The Sixers currently sit a player short of a full roster. This will be a very tricky spot for the triumvirate of Thorn / Stefanski / Collins to fill. It’s tricky because the Sixers need a very specific kind of player. It’s very tricky because the free agent cupboard – and the Sixers’ war chest – is nearly bare.
An old Chinese proverb says, “A problem well defined is a problem half solved.” Because we always listen to old Chinese proverbs, let’s define the problem before we jump to the solution. Here’s where the Sixers stand as I type this (Just a paragraph ago they were sitting and now they’re standing. That’s progress. I credit Doug Collins.)
2009-10 Production of the Sixers’ Current Roster
*All numbers courtesy of Wins Produced Numbers From Andres Alvarez
Two things jump out here: One, the Sixers are going to struggle this year to meet even the low expectations set for them. Two, the reason for this is the frontcourt.
The roster Ed Stefanski has assembled for this coming campaign produced 17 wins last season. While I would be uncomfortable using this alone as a projection for 2010-11 – Jrue Holliday’s progression, Evan Turner’s production, and minute allocation issues all need to be accounted for and would add a few victories to the total — I don’t think it’s too far off the mark either. ESPN’s fearless forecasters have the Sixers winning 31 games. For the sake of this post let’s split the difference and call the 2010-11 Sixers a 24-win team.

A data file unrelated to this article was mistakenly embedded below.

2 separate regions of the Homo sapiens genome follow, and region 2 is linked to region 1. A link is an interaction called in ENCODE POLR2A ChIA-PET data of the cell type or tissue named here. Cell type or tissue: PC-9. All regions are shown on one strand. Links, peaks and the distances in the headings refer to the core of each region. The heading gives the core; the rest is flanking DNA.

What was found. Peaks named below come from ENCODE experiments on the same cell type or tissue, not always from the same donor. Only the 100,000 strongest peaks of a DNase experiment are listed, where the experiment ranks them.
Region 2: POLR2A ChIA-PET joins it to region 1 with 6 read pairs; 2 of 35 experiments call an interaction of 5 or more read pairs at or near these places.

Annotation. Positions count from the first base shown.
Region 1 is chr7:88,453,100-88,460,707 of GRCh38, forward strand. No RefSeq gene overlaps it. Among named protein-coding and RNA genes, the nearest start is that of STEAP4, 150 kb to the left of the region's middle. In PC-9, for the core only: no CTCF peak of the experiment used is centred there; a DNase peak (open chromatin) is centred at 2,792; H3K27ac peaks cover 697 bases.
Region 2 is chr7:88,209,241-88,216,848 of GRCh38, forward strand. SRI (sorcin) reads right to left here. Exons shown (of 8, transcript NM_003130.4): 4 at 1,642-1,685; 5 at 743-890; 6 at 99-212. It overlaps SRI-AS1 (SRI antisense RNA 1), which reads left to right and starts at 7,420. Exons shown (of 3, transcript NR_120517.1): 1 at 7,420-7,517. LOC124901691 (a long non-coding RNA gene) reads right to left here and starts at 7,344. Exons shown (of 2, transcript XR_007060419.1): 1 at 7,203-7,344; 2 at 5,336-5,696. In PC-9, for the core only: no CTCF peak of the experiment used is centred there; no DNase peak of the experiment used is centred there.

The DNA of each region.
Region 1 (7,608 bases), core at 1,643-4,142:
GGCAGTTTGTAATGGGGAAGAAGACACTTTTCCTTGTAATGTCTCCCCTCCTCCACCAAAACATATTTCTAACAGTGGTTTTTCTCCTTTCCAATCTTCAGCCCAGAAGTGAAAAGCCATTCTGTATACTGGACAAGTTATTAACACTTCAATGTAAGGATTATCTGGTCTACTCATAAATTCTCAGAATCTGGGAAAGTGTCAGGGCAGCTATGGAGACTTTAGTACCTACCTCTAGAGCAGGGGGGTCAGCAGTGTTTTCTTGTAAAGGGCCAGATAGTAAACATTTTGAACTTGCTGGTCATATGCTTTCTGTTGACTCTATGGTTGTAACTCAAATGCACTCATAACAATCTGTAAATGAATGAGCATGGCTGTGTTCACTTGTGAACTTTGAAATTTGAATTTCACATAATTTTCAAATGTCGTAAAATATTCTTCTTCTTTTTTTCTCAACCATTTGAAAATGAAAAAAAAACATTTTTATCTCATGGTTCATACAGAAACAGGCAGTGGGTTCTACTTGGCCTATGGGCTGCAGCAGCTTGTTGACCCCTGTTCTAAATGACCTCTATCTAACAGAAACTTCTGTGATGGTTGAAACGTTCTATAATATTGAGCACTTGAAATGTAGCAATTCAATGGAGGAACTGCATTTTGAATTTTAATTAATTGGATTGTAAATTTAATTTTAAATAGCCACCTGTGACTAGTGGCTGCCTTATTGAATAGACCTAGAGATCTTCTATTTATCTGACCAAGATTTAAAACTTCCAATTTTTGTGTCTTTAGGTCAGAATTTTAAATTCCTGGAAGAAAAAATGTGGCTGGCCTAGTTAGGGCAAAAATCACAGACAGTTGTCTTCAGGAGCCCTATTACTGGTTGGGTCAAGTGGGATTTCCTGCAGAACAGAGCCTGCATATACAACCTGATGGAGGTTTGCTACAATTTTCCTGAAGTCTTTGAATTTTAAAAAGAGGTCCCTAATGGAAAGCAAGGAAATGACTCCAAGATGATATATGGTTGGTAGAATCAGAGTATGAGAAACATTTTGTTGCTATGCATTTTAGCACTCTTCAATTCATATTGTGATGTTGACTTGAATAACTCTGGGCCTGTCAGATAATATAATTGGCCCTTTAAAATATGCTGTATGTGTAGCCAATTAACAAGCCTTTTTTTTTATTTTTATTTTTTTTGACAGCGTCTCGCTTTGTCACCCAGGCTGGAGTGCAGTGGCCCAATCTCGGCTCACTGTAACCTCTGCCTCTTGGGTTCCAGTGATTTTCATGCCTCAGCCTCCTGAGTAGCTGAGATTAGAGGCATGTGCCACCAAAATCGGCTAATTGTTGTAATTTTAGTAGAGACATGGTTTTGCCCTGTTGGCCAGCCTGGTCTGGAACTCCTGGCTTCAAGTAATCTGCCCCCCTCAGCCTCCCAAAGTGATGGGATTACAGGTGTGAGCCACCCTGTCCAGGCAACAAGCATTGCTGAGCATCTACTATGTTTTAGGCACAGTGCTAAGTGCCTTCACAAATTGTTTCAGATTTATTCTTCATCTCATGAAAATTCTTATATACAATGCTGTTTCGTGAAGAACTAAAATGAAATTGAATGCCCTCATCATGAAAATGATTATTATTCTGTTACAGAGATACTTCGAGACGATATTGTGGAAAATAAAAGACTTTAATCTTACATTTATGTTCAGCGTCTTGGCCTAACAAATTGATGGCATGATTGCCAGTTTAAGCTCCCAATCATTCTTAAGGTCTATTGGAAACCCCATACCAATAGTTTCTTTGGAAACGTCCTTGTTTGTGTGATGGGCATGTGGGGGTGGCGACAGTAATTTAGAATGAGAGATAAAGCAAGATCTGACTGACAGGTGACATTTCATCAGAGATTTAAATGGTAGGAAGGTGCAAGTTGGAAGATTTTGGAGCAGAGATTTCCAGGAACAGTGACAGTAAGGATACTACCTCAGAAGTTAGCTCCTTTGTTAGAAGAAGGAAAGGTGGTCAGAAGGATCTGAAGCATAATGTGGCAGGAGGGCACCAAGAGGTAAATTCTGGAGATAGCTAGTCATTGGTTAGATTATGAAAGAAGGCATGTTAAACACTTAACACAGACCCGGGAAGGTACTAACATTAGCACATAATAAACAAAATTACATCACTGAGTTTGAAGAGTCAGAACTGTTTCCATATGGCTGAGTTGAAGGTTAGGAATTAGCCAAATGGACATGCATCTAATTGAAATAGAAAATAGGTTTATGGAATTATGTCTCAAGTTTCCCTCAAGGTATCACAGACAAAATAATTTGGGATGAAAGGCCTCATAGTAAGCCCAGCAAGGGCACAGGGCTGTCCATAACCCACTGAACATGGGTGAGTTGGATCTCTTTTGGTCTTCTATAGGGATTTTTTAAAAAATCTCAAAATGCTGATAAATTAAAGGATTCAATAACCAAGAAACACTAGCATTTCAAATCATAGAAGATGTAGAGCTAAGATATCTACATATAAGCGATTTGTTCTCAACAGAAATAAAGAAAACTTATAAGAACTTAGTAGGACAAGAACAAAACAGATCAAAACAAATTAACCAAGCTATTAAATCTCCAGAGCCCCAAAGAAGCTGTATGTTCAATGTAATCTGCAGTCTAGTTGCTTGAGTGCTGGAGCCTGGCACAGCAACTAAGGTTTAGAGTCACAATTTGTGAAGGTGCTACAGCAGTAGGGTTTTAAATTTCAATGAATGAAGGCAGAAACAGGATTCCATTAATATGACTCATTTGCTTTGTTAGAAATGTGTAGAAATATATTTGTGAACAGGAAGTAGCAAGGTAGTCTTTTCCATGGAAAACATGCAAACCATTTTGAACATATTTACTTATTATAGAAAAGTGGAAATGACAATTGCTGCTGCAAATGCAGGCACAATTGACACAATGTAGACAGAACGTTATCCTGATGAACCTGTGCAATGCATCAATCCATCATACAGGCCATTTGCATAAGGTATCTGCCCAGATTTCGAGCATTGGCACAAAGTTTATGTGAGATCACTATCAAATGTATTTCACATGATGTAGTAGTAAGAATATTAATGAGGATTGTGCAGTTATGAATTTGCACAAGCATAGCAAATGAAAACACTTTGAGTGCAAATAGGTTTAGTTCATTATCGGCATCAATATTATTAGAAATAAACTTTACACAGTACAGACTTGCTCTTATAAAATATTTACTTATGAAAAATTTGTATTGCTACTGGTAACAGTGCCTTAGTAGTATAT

On to the frontcourt. I think a good argument could be made that this is not only the worst frontcourt in the NBA, but the single worst component of any team in the League. We don’t have time for such lofty arguing though. Not today. We do however have time to take a closer look at this unit. (Warning: Not for the faint of heart)
2009-10 Production of Every Guy who could Potentially Log Frontcourt Minutes for the Sixers
The best post player the Sixers currently employ (Elton Brand) was 16 percent as productive as an average power-forward this past season*. The second most productive player was the third-worst player on a 25 win team. Is there any reason for hope? Hawes, Speights, Smith, and Young are all young and considered comers and they — ugh, I can’t do this. This is a terrible unit. Remember the defense of the ‘85 Bears? The greatest unit on a historically great team. This is the opposite of that.
(*Now might be a worthwhile time to quickly review WP48. Short story: It’s a performance metric that takes box score statistics and explains how many wins they equate to. Slightly longer story: An average team produces .5 wins per 48 minutes, and has five players on the court at a time. So the average player produces .1 wins per 48 minutes, or has a WP48 of .1. A player with a WP48 of .11 is above average, a player with a WP48 of .09 is below average. And so on.)